Safeguard your identity; keep your personal information secure
Is someone using your personal information to make purchases, withdraw funds, open credit card accounts, apply for loans, or file income taxes? Have you been contacted about a compromise of your information in a data breach? Have you recently lost your wallet or purse? Being a victim of identity theft can cause anxiety and frustration, but there are corrective and preventive steps you can take. The good news is there are more resources than ever before for victims of identity theft, and most institutions have implemented fraud protection and alert processes that make it easier than ever to report and recover from fraudulent activity.
Below are some precautions you can take to lessen your likelihood of becoming a victim of identity theft, as well as some steps you can take if you are the victim of identity theft.
Medical and financial data
Limit what you carry
In terms of credit cards and identity documents, carry only what you need and keep what you don’t need in a secured (locked) location.
Safely dispose of personal data
Shred instead of simply discarding receipts, bank statements, credit card offers, medical or insurance related documents and offers, and any other personally-sensitive information.
Control pre-approved credit and insurance offers
You can opt out of receiving pre-approved credit and insurance offers in the mail, either for a period of five years or permanently. To opt out call 1-888-567-8688 or go to optoutprescreen.com. More information is available on the U.S. Federal Trade Commission (FTC) website.
Tax identity theft
Learn how to protect yourself from tax-related identity theft and IRS imposter scams with the following resources:
- TAXES. SECURITY. TOGETHER. (Security Awareness for Taxpayers; PDF hosted by the IRS)
- IRS Taxpayer Guide to Identity Theft
- See the FTC Events Calendar for free webinars and chats.
Be cautious when handing over sensitive data
If you are asked to disclose sensitive data to an employer, medical professional, school, or tax professional, ask how that information will be used and stored. If you’re not sure, ask why they need the requested information, and about the consequences if you choose not to share it.
Safeguard health plan data
Don’t share health plan information with anyone offering free services or products, and be sure to destroy prescription labels when you discard bottles/packaging.
Identity theft fraud monitoring and recovery services
Fraud monitoring and recovery services are offered by many providers. It’s important to compare the provisions, costs, and benefits of different plans. For more information on these services and the types of monitoring and recovery services available generally, please see the FTC’s Identity Theft Protection Services website.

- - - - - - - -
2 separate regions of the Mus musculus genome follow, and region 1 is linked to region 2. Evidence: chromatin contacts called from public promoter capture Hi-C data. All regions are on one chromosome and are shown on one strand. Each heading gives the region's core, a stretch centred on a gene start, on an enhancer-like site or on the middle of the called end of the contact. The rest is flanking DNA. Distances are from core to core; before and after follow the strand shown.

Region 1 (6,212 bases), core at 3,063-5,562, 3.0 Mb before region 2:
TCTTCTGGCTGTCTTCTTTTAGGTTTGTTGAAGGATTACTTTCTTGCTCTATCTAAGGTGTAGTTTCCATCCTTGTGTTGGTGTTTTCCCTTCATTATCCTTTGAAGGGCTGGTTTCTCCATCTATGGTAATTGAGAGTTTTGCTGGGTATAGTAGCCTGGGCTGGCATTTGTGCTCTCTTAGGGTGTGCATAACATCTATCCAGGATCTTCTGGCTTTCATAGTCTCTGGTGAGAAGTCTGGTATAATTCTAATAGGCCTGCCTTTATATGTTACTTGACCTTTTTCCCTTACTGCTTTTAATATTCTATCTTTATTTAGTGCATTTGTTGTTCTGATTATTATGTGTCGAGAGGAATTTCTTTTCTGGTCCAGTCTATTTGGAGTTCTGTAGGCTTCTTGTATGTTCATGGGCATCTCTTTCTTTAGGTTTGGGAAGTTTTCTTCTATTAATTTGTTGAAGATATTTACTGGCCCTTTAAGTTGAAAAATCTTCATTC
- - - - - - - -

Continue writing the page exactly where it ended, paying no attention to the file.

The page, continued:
NYU offers identity theft protection as a voluntary benefit for full time employees. For more information, please see this NYU Identity Theft Protection website.
Passwords and computers
Securely wipe digital storage and mobile devices
Manually deleting documents stored on a device does not erase them from memory. Even files that were emptied from the device’s trash can potentially be retrieved. You can use a utility program to overwrite a hard drive or wipe a hard drive. Hard drives can also be shredded.
- Hard drive shredding may be an option to consider if you have multiple hard drives for disposal. There are many vendors who offer hard drive shredding services, and most NYU administrative units contract with a company to provide this service. For more information, check with your department’s administrative staff.
- A utility program that offers free open-source data wiping software for personal use is DBan.
- Mac hard drives may be manually wiped as follows:
- Make sure your Mac is powered off.
- Press the power button.
- Immediately hold down the command and the R keys.
- Select Disk Utility from the OS X utilities list.
- Select the disk you’d like to erase by clicking on it in the sidebar.
- Click the Erase button.
- To manually wipe a computer using Windows 10, please see How to perform a secure disk wipe with Windows 10’s Format command.
- Before disposing of a mobile device, transfer data to your new device, and seek information from the device manufacturer on how to permanently wipe data from the device being discarded. For laptops, see the information above regarding hard drive shredding/wiping.
- Lost or stolen NYU-provided mobile devices should be reported to NYU Public Safety at 212-998-2222.
Follow password best practices
Use unique, long, and strong passwords (12+ characters composed of lower case letters, numbers, and symbols). For more information regarding password best practices, please see the Connect article Under Lock and Passphrase.
Some basic tips include:
- Use different passwords for each of your accounts. Use of unique passwords ensure that the compromise of one account won’t occasion the compromise of other accounts, as scammers will attempt to use any credentials they obtain in a variety of sites.
- Do not reuse passwords.
- Where possible, secure all devices with a lock-screen passcode or biometric identifier such as a fingerprint.
Activate built-in firewalls